Social mobility in early careers

30 March 2023

Diversity, equality and inclusion is the No.1 challenge faced by employers when recruiting, and research shows that gender and ethnicity remain the focus area for most organisations. Social mobility on the other hand, does not receive the same attention.

As we navigate the cost of living crisis, we mustn’t neglect this aspect of DE&I which will only become more pronounced over time. The facts speak for themselves:

  • Compared to other Developed Countries, the UK performs poorly on most metrics related to social mobility and the COVID pandemic has exacerbated the situation.
  • Only 35% of UK adults believe everyone has a fair chance to go as far as their hard work will take them.
  • In 2021, 23% of FSM recipients (25 years old) had recorded earnings above the Living Wage. Compare this to 43.5% of non-recipients earning above the Living Wage and keep in mind the 42% of FSM recipients who earnt below the Living Wage.

Working towards a solution 

Sanctuary Graduates’ virtual conference (22.03.23) provided a platform for early careers leaders to share how organisations can improve social mobility from within. Additional research has supplemented and informed the following recommendations and discussion points.

Understanding the challenge

Getting to university is the first step for many, but succeeding and leveraging the opportunity it presents is the second (and often hardest). Second generation university students often earn higher starting salaries – this owes in part to the unspoken rules and aspects of middle-class culture which those low-socioeconomic backgrounds may struggle with. Heather Pasero, career consultant at the University of Southampton, highlights some of these.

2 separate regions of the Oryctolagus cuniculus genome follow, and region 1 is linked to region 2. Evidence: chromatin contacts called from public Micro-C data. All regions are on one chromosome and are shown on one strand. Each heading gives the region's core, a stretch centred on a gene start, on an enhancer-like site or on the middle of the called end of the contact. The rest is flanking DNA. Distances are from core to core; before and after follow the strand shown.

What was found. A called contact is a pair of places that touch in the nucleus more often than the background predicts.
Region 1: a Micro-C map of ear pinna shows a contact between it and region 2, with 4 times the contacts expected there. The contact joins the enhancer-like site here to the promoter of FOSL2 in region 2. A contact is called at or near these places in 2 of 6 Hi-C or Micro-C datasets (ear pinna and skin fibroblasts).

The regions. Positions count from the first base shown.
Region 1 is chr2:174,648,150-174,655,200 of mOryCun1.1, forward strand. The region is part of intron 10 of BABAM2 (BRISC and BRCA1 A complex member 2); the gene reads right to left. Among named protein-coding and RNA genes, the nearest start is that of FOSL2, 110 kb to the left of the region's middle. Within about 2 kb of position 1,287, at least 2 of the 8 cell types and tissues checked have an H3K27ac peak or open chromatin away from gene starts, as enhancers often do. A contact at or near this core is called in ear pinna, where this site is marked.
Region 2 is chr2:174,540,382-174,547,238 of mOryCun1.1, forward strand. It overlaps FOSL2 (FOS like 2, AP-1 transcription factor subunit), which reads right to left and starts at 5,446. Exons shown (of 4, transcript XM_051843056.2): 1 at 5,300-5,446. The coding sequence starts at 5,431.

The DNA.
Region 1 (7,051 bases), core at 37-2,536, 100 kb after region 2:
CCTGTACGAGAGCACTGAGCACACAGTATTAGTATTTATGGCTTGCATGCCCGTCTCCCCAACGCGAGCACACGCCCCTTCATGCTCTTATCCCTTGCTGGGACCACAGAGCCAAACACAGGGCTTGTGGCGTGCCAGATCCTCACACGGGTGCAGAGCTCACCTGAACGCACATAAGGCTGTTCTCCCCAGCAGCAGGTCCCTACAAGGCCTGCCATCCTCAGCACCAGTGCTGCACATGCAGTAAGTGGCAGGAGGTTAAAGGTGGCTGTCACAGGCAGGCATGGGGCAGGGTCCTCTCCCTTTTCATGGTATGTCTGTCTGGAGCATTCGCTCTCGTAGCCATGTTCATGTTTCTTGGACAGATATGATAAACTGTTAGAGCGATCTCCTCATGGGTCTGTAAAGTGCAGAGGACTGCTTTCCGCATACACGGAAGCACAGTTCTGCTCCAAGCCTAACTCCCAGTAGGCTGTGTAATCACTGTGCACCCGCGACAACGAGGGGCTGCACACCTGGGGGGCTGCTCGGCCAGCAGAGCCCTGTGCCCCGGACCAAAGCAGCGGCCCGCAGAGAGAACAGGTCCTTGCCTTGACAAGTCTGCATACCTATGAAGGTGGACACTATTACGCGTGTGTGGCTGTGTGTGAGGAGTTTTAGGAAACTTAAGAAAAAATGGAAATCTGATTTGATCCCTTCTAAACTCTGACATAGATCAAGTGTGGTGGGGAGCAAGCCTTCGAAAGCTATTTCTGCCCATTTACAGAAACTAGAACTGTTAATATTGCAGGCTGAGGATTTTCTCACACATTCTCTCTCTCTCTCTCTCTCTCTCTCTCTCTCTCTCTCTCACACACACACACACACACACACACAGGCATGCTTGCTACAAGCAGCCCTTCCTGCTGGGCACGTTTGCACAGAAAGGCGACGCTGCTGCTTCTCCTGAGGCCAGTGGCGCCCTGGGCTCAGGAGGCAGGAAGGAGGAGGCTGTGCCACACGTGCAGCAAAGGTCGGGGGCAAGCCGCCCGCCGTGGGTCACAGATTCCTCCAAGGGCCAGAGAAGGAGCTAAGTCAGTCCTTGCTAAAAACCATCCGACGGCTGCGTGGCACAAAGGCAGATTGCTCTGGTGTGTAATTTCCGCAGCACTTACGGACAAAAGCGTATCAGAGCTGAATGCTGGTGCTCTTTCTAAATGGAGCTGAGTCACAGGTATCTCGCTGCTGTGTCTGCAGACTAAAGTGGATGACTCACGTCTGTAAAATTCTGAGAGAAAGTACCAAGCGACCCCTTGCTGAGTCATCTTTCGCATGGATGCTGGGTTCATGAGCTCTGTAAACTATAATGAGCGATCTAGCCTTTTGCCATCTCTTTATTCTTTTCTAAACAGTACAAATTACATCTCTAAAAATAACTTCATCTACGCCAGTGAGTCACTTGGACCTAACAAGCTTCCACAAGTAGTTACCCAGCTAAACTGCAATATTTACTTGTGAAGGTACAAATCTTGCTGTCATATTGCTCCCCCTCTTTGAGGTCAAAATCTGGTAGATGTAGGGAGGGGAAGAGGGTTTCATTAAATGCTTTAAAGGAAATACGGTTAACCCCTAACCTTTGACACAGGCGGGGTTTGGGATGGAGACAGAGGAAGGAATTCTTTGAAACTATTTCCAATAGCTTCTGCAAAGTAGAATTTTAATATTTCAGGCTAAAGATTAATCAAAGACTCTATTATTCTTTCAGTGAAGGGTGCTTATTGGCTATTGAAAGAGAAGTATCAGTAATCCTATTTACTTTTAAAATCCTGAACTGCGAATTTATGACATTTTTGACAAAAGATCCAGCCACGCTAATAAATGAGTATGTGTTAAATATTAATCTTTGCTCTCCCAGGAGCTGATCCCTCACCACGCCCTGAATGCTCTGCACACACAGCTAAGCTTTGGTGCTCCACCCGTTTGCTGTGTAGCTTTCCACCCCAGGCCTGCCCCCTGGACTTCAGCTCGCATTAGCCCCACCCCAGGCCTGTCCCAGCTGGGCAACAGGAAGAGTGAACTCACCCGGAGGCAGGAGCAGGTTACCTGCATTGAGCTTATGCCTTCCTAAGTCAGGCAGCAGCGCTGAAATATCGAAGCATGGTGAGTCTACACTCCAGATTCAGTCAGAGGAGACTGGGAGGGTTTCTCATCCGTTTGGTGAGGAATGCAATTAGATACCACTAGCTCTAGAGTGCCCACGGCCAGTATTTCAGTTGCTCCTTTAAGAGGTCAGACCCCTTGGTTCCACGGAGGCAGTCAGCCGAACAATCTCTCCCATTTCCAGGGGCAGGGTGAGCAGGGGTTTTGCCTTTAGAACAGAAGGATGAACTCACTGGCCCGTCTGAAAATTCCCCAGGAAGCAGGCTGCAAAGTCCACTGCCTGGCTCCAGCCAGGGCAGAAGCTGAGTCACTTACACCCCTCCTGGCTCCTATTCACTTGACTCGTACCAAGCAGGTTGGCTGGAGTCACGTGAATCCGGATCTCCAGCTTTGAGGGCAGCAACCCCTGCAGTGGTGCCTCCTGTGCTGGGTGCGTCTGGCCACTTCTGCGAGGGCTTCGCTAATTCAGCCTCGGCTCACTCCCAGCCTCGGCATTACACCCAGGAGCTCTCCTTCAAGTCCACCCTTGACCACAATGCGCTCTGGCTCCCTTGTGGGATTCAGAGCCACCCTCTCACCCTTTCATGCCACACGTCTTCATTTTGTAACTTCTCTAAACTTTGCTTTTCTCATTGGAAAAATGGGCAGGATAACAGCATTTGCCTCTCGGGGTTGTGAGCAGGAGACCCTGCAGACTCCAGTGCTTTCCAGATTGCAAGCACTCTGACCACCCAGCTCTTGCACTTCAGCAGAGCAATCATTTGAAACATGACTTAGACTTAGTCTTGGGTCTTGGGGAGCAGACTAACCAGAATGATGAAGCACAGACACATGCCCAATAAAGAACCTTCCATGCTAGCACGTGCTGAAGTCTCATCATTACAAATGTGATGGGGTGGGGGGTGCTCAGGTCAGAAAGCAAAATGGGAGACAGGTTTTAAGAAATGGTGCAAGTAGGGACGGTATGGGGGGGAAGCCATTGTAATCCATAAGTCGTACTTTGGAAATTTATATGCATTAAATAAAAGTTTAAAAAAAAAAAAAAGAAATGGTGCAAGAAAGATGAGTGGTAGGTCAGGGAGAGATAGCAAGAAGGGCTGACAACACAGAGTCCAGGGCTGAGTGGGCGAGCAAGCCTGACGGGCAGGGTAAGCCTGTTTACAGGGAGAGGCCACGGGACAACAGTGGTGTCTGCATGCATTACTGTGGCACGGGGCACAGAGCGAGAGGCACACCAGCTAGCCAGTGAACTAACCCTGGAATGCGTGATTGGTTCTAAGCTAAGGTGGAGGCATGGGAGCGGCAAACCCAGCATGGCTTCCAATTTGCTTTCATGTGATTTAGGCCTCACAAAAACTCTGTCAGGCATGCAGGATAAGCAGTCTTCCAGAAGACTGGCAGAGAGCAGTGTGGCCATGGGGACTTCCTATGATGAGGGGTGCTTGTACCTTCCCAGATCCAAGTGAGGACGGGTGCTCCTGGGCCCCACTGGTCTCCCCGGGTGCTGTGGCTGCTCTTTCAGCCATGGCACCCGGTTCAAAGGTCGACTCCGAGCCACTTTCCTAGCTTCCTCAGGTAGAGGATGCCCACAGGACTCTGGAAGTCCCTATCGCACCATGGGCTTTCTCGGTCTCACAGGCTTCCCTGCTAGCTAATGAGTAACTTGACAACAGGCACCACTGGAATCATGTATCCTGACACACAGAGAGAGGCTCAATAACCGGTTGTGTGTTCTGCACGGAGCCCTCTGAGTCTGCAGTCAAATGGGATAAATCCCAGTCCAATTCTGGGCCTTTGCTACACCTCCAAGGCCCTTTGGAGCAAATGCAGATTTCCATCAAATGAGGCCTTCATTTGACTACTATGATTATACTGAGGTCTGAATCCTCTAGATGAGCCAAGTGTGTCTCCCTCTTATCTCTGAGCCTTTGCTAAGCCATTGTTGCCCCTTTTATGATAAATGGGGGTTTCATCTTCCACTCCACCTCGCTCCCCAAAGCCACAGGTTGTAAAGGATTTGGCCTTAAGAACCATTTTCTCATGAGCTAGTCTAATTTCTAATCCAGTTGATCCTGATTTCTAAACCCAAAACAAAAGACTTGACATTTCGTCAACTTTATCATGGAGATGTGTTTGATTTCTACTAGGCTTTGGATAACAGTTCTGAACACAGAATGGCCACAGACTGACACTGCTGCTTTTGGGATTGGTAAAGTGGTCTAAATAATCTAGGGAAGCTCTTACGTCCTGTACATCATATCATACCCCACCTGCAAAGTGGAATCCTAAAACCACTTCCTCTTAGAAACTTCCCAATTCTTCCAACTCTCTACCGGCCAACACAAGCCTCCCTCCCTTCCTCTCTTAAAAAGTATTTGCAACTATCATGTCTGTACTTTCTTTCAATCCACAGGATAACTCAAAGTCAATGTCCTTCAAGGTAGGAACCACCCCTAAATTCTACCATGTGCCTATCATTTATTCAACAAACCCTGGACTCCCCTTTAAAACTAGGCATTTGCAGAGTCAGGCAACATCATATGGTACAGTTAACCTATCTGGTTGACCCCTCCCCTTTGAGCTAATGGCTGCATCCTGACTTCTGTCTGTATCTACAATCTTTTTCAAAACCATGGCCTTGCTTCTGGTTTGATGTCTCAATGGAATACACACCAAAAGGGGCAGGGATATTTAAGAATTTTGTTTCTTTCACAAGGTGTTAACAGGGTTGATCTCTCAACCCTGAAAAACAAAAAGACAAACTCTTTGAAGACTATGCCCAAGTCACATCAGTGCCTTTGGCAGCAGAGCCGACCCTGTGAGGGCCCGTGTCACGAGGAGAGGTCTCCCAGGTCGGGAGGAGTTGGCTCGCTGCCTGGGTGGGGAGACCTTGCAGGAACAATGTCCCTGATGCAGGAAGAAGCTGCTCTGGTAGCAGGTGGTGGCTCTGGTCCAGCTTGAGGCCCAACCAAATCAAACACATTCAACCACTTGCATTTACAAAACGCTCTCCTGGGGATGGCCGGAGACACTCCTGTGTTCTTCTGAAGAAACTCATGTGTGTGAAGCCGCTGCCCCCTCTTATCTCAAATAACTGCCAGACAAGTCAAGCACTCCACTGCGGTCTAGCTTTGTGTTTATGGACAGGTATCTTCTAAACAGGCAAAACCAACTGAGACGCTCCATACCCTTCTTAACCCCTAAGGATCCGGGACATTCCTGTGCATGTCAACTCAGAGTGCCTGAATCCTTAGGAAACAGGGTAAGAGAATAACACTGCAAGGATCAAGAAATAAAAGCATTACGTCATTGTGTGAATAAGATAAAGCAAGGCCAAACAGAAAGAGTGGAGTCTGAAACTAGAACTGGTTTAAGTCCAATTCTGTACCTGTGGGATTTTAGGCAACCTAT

Making connections and expanding networks can be a daunting and unfamiliar task. University provides a wealth of opportunities to do this, but students from low-socioeconomic backgrounds are at a disadvantage without knowing how to capitalise on these opportunities.

Placements are one such opportunity. But, how does a student from a low-socioeconomic background finance accommodation for them? And how might they cope with imposter syndrome or feeling at odds with the traditionally middle-class environment of these spaces? The prospect of ‘starting again’ having done so at the beginning of University has also been understood as a daunting and exhausting process.

However, given that completing a placement increases the chance of landing a high paid job…

‘It’s a real catch 22 for [those students from low-socioeconomic backgrounds’

Offering relocation costs or providing assistance with accommodation is certainly one way to tackle this issue.


‘If you can’t see it; you can’t be it’ 

The old adage holds truth in the contemporary. It is difficult for young people to aspire if they have no role models or success stories to inspire. As such, it’s important companies spotlight social mobility stories from employees to show students there is possibility to grow within their company. Testimonials and stories of the ‘road travelled’ by alumni for instance.

When conducting outreach, remember:

  • Use inclusive language in job advertisements. e.g. ‘graduates from top universities’ may deter those with low confidence (typically females/students from low-socioeconomic backgrounds).
  • Be open about reasonable adjustments as many people are uncomfortable about starting the conversation or asking for help.
  • Targeted emails at those from low-socioeconomic backgrounds or areas may encourage attendance at insight days/careers fairs.